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“We’re not gonna make it / Cause there’s a million better bands / With a million better songs / Singers who can drum / Singers who can sing / Deep in my heart / I do believe / We’re not gonna make it.”
That’s how The Presidents of the United States of America introduced themselves on their debut self-titled album in 1995. Though prophetic in nature, these lyrics couldn’t have been further from the truth: The record, released by the teeny-tiny Seattle label PopLlama Records and featuring tracks like “Peaches”, “Lump”, and “Bug City,” would go on to attain triple-platinum status. The trio would release their sophomore album on Capitol Records the following year. Listen to The Presidents of the United States of America play “We’re Not Gonna Make It” live at Tramps on Nov. 17, 1995.
It’s clear why success was a surprise to critics, industry professionals, and The Presidents themselves: Their lyrics are absurd, bordering on stupid. “Peaches,” an unlikely hit, laboriously details the process of eating a peach, with the continuous refrain, “Movin’ to the country / Gonna eat a lot of peaches.” The single was nominated for a Grammy for Best Pop Performance by a Duo or Group with Vocals in 1996. Another track from the debut, “Boll Weevil,” tells the story of a bug addicted to TV (think Franz Kafka’s Metamorphosis meets Sara Goldfarb in Hubert Selby Jr.’s Requiem for a Dream), starting with a description of the bug’s “big butt.” Nearly every track in their discography is similarly wacky. Listen to “Peaches” and “Boll Weevil” below.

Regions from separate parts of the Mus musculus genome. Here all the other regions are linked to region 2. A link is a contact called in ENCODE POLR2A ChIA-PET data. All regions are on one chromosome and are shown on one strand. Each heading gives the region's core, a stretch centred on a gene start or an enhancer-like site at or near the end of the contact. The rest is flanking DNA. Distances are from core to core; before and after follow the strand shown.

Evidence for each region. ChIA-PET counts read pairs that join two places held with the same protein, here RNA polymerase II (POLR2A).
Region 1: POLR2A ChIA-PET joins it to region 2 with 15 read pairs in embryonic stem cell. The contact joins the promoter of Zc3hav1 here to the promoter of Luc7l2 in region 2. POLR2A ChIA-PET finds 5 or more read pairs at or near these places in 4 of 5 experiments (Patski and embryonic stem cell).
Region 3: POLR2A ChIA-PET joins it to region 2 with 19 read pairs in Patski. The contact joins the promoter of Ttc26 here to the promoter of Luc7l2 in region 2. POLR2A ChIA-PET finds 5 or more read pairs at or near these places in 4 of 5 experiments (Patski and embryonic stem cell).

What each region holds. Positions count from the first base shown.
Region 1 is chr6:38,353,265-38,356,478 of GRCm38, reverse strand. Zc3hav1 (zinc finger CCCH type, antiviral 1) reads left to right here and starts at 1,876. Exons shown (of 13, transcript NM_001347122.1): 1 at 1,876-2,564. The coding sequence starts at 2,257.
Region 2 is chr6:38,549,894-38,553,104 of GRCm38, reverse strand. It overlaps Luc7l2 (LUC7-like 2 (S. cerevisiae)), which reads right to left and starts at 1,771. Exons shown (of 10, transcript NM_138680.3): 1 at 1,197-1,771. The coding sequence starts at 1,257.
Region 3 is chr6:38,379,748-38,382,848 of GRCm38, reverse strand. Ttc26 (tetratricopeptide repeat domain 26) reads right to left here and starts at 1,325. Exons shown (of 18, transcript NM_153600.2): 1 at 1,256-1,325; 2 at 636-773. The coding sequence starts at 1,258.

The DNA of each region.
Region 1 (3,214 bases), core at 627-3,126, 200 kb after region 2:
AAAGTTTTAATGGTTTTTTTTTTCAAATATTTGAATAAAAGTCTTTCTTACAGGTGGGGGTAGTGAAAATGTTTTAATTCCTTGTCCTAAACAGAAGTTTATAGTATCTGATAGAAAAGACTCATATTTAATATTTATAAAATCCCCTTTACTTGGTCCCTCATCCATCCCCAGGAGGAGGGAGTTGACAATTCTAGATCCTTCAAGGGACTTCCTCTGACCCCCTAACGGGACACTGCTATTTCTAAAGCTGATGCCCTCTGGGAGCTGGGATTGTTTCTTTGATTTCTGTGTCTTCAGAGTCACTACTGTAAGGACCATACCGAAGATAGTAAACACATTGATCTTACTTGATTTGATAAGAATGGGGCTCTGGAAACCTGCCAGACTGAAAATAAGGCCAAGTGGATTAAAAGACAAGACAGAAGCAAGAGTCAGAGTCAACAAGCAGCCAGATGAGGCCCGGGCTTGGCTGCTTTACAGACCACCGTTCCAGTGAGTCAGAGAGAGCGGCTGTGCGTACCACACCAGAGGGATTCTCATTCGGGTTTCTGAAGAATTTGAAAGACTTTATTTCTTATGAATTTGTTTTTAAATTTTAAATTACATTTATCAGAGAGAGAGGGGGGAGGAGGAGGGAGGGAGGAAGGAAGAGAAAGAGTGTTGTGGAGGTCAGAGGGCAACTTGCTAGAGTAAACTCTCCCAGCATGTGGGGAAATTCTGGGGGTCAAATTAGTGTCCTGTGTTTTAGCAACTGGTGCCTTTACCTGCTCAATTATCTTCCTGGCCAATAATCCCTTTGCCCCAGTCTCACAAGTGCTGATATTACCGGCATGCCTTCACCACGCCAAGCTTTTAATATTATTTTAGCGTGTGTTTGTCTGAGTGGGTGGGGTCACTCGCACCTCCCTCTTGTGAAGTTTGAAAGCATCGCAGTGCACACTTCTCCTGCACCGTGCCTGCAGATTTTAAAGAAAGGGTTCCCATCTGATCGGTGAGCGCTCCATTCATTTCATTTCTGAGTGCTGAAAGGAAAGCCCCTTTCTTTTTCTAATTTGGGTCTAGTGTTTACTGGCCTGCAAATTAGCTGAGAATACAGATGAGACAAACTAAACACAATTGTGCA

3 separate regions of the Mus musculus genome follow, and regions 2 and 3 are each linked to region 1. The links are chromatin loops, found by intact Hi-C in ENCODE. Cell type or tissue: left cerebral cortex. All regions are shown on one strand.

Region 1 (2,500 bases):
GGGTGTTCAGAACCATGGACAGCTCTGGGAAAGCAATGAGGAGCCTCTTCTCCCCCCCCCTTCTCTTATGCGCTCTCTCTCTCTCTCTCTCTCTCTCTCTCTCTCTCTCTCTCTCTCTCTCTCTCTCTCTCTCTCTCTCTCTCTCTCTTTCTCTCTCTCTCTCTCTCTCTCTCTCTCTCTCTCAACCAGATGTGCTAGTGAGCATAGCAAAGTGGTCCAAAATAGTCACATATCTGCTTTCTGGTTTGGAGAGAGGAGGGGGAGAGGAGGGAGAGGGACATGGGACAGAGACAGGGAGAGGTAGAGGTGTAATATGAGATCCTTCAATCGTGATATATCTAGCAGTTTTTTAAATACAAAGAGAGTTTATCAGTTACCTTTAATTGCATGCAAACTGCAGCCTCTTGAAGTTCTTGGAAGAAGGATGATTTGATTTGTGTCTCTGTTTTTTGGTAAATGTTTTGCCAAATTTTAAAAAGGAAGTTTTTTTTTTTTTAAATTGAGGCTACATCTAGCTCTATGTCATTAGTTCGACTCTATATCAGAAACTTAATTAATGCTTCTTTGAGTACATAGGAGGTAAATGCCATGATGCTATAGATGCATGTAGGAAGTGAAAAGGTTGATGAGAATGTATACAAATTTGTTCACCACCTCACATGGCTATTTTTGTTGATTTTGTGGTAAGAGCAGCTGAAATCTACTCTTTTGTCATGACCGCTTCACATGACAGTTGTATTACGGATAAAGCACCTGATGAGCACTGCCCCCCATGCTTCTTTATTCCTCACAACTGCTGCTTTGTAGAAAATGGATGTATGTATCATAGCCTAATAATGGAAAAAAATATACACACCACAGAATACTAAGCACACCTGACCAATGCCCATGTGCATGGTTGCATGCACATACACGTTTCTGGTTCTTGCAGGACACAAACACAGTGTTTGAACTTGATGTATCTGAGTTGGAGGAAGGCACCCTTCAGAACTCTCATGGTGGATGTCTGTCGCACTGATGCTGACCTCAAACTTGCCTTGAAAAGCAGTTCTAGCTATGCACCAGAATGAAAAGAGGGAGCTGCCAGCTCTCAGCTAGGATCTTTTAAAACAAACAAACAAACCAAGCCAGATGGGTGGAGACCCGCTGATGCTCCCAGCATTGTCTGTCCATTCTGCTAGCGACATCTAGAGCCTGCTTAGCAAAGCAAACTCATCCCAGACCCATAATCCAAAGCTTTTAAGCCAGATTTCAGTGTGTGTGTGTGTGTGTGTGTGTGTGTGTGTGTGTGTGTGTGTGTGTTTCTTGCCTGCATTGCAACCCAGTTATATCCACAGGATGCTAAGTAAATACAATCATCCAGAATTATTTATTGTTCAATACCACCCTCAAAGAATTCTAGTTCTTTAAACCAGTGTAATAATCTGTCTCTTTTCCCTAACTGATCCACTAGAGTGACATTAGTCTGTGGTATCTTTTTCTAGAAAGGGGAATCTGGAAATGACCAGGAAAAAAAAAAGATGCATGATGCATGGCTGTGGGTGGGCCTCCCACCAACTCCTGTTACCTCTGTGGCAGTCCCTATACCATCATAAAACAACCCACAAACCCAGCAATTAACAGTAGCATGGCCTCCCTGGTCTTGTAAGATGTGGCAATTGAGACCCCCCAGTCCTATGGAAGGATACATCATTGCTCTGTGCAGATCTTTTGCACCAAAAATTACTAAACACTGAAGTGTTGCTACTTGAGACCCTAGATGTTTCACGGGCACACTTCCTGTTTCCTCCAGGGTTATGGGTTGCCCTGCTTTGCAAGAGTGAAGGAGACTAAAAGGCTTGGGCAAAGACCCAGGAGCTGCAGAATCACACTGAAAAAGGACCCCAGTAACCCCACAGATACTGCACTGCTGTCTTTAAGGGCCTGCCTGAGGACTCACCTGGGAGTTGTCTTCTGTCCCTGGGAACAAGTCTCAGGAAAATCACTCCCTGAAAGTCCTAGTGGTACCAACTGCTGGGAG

In spite of their fame-averse material, The Presidents of the United States of America managed to hit the sweet spot of the post-grunge pop era, embarking on international tours, playing coveted late-night TV spots for Jay Leno and David Letterman, and performing for actual President of the United States Bill Clinton in 1994. They ultimately disbanded in 2015, with six studio albums under their belt.
Finally, check out the band’s cover of British new-wavers The Buggles with a raucous rendition of “Video Killed the Radio Star,” performed live 22 years ago on this date.